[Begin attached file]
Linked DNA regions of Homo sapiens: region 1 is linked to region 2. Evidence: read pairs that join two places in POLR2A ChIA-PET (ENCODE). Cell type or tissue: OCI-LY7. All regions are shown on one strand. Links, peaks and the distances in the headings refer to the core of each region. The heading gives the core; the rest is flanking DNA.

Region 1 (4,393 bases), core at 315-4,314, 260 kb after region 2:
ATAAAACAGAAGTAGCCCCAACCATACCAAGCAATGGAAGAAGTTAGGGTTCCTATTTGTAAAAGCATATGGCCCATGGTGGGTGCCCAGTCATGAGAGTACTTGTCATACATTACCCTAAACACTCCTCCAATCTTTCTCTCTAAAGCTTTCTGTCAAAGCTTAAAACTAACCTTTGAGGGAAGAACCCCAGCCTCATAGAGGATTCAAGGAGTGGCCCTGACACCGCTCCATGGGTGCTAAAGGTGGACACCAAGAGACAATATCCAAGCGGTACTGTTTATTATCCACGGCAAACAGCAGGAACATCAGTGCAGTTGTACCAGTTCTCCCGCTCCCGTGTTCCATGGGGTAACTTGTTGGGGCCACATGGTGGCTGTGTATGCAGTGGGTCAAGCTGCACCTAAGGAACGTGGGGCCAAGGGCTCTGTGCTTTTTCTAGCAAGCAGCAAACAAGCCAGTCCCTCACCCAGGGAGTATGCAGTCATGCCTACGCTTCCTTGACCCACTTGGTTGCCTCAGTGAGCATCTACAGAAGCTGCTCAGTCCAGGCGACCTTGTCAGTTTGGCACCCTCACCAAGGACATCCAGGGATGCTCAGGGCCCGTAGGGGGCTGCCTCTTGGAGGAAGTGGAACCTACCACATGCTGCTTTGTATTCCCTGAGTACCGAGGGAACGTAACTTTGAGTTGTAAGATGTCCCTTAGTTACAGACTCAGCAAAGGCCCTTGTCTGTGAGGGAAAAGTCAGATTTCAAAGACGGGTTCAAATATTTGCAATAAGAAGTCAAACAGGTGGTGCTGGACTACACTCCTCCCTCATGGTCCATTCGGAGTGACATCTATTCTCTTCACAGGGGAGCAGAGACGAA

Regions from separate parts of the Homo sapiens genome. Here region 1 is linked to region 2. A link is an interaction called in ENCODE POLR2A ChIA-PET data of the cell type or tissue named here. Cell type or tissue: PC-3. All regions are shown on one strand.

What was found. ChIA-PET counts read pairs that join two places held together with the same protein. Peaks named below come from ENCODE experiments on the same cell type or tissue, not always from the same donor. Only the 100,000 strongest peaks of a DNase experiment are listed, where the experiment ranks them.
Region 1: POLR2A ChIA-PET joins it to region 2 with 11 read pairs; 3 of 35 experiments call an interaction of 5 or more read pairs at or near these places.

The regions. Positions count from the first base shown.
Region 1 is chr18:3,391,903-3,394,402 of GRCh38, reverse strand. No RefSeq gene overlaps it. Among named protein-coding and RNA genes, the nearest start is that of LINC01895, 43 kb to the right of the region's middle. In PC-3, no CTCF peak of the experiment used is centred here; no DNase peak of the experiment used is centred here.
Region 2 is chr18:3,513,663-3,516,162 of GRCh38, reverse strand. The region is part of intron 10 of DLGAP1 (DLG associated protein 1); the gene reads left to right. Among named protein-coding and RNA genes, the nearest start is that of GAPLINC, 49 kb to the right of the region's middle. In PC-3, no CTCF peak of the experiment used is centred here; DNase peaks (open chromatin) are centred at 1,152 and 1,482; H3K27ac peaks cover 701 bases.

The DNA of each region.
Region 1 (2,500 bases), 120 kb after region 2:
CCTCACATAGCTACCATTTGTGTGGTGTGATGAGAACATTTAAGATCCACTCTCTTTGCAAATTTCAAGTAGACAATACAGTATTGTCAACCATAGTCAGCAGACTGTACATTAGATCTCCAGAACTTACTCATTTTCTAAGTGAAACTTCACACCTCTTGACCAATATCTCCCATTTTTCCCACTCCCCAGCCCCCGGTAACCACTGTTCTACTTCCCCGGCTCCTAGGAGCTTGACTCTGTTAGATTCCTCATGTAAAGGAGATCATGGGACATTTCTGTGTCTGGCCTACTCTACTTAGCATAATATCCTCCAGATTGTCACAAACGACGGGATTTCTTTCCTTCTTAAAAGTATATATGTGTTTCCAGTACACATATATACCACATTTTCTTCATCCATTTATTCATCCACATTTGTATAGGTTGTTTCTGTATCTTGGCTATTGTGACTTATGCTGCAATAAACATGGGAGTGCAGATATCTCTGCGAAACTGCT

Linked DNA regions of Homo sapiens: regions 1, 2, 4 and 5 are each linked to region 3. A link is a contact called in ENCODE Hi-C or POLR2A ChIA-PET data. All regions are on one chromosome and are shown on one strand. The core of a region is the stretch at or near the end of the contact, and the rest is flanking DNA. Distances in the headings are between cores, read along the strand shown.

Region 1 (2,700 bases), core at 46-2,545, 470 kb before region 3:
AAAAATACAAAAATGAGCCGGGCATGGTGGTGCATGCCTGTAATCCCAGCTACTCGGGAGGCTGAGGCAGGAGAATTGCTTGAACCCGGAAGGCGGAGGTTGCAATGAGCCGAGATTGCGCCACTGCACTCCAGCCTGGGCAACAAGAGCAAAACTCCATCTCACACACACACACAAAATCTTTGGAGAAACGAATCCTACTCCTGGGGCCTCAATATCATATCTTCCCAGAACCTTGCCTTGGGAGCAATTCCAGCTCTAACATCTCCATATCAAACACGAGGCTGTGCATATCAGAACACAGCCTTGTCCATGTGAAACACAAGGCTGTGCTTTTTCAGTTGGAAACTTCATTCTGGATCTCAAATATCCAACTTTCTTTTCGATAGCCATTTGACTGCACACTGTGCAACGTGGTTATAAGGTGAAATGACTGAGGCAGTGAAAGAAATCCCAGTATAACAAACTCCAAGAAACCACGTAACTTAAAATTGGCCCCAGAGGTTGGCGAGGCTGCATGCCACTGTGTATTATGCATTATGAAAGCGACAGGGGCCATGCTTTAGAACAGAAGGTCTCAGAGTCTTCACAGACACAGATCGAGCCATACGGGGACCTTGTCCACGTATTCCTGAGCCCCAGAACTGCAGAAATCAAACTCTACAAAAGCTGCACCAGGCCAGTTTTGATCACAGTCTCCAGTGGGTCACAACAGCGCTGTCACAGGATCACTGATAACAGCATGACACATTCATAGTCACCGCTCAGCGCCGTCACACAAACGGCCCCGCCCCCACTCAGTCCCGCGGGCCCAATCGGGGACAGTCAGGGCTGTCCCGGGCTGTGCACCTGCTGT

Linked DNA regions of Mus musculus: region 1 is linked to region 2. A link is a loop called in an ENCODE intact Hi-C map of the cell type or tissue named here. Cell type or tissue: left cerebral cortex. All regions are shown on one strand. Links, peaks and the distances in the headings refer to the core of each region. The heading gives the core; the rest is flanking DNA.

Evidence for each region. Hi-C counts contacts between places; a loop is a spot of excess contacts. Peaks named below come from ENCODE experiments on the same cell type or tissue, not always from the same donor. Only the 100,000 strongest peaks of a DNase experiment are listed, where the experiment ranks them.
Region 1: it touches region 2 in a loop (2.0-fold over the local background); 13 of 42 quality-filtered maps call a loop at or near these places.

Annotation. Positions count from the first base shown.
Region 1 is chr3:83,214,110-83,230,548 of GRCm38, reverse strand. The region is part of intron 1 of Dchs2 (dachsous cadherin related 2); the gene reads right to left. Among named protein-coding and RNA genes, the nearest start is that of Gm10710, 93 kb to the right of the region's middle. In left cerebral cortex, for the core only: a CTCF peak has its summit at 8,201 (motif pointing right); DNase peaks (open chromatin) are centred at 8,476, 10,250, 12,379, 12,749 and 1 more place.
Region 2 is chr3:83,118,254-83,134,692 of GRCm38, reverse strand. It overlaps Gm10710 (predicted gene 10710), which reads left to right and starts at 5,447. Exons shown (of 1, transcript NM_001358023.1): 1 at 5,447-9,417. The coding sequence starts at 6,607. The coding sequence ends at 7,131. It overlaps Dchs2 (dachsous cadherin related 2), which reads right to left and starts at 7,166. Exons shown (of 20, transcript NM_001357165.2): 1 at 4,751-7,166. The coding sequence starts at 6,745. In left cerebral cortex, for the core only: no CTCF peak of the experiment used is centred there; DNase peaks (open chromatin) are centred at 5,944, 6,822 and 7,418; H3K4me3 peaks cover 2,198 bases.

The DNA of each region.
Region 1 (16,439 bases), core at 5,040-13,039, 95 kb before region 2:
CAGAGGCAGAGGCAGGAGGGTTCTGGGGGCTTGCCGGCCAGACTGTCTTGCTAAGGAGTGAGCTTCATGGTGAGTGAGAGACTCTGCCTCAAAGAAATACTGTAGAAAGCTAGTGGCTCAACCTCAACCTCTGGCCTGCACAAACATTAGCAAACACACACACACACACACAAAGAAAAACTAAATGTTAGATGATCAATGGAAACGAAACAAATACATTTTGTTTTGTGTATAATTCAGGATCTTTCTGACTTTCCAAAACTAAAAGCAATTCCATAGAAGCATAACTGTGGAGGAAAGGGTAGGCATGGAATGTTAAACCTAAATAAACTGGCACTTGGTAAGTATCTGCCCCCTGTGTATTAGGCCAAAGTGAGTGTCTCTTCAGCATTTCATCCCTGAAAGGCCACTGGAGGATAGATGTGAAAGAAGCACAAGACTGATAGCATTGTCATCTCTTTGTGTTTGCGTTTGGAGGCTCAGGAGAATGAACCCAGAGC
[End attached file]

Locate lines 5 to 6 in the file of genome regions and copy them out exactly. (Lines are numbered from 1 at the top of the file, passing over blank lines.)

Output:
What was found. ChIA-PET counts read pairs that join two places held together with the same protein. Peaks named below come from ENCODE experiments on the same cell type or tissue, not always from the same donor. Only the 100,000 strongest peaks of a DNase experiment are listed, where the experiment ranks them.
Region 1: POLR2A ChIA-PET joins it to region 2 with 11 read pairs; 3 of 35 experiments call an interaction of 5 or more read pairs at or near these places.